The Orville Road setback revetment project will eventually protect two miles of Orville Road between Electron Road and 249th Street East near Orting. The existing levee and revetment along the Orville Road side of the Puyallup River have been damaged in multiple locations due to the river channel migrating toward Orville Road.
Using engineered log jams, the project will construct a new revetment setback from the river to provide protection to Orville Road while allowing the river to reconnect with its floodplain.
Benefits of this project include:
Reduces flood risk along Orville Road and surrounding properties.
Stabilizes river channel away from existing development.
Enhances salmon habitat.
Flood prone properties have been purchased within the project area using a combination of Salmon Recovery Funding Board grants and Flood Control Zone District funds.
David Davis Project Manager Phone: (253) 798-6157 Fax: (253) 798-7709 [email protected]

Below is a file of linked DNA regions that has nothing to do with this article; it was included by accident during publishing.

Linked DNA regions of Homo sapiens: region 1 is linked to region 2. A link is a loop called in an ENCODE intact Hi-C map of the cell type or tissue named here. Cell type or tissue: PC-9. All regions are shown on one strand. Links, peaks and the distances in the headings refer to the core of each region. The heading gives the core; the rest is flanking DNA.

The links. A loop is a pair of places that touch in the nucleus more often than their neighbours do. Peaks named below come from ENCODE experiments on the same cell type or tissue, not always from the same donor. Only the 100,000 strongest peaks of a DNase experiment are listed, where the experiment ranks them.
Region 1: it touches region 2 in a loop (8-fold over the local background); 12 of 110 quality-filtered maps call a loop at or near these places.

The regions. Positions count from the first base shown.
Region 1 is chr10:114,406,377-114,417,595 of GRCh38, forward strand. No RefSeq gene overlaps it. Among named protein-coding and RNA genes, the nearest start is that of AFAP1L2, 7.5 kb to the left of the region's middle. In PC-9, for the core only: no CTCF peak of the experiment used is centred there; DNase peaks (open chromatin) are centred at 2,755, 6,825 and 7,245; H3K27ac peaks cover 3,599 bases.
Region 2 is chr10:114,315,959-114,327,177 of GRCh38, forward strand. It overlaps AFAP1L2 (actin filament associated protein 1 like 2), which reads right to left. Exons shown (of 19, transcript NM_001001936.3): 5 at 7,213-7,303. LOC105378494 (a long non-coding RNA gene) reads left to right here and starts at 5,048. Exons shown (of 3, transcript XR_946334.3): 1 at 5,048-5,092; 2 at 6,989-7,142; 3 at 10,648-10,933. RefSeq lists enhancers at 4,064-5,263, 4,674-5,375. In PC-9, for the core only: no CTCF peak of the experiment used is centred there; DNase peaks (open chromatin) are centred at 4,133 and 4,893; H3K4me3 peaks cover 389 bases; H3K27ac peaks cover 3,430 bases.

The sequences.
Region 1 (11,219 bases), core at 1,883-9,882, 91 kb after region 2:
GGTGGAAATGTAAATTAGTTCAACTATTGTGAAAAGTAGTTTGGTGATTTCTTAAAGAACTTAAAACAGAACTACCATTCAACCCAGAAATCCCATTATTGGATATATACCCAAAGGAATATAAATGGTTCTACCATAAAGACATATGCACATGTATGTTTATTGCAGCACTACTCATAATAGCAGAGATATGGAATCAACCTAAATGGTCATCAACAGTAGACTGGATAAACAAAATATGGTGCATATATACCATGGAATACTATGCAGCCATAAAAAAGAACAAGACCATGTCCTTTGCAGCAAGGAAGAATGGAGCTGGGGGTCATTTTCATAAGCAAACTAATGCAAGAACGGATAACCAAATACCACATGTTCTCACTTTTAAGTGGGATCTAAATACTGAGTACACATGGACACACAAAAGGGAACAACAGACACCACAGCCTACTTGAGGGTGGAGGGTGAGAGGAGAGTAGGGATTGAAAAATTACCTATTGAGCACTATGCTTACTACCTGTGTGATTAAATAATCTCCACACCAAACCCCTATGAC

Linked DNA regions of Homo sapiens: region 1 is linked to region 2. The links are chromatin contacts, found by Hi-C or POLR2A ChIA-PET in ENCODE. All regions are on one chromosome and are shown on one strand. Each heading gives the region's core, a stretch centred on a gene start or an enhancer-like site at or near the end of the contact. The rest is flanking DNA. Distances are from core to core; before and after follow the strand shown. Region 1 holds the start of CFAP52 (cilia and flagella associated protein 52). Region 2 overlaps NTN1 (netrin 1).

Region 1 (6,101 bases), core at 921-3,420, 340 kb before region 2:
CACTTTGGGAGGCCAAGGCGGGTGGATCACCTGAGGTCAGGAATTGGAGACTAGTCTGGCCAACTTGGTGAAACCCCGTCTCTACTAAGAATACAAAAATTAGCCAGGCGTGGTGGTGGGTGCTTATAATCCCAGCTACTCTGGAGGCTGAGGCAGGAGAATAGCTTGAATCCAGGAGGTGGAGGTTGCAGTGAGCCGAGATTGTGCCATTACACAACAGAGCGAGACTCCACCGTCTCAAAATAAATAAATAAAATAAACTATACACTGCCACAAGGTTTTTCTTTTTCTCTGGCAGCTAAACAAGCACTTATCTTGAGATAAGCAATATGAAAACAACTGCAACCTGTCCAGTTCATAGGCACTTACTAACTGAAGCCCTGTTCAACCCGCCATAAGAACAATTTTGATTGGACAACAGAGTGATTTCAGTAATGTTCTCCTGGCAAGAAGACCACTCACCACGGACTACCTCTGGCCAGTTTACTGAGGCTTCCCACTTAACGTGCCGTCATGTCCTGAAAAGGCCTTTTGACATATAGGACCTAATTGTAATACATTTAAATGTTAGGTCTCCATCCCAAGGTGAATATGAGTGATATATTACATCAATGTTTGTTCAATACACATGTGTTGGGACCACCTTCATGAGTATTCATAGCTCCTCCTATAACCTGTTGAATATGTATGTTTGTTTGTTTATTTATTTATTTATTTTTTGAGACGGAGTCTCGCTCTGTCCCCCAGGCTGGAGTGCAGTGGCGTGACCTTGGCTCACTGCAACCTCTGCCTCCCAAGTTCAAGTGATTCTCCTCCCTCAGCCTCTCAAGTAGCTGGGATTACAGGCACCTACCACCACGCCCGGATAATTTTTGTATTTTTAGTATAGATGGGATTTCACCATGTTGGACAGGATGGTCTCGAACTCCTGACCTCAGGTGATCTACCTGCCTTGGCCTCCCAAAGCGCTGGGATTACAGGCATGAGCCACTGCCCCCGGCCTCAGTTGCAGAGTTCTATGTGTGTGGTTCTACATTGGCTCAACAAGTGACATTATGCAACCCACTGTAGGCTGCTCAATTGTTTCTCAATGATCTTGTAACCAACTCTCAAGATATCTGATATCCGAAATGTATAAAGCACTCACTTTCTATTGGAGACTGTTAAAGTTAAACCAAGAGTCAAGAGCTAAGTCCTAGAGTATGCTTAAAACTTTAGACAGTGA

Mailing Address 2702 S 42nd St. Ste. 109 Tacoma, WA 98409
Project Map & Location
(Click image to see location)
The Orville Road setback revetment project will protect two miles of Orville Road between Electron Road and 249th Street East near Orting.
Phase II B, the third phase of the construction, was completed in December 2019. Work included 23 engineered log jams designed to protect Orville Road. Active Construction of Puyallup was the contractor for this phase.
Construction on a fourth installment (Phase 2C – Year 1) will begin in August 2020 and will be completed by January 2021. Work on this phase will include the installation 19 engineered log jams and approximately 1,500 linear feet of setback revetment.
A fifth phase, 2C-Year 2, is planned for construction in late 2021.
Phase 1 was completed in 2013. The project constructed about 700 feet of setback revetment made of discontinuous engineered log jams (ELJs), and 6 ELJs placed on the gravel bar to deflect flows away from Orville Road. The setback revetment protects Orville Road and provides salmon habitat.
This $1.2 million phase addressed the area just downstream of the Champion Bridge. Construction included 28 engineered log jams along the existing levee to create smaller side channels that are less erosive and provide salmon habitat.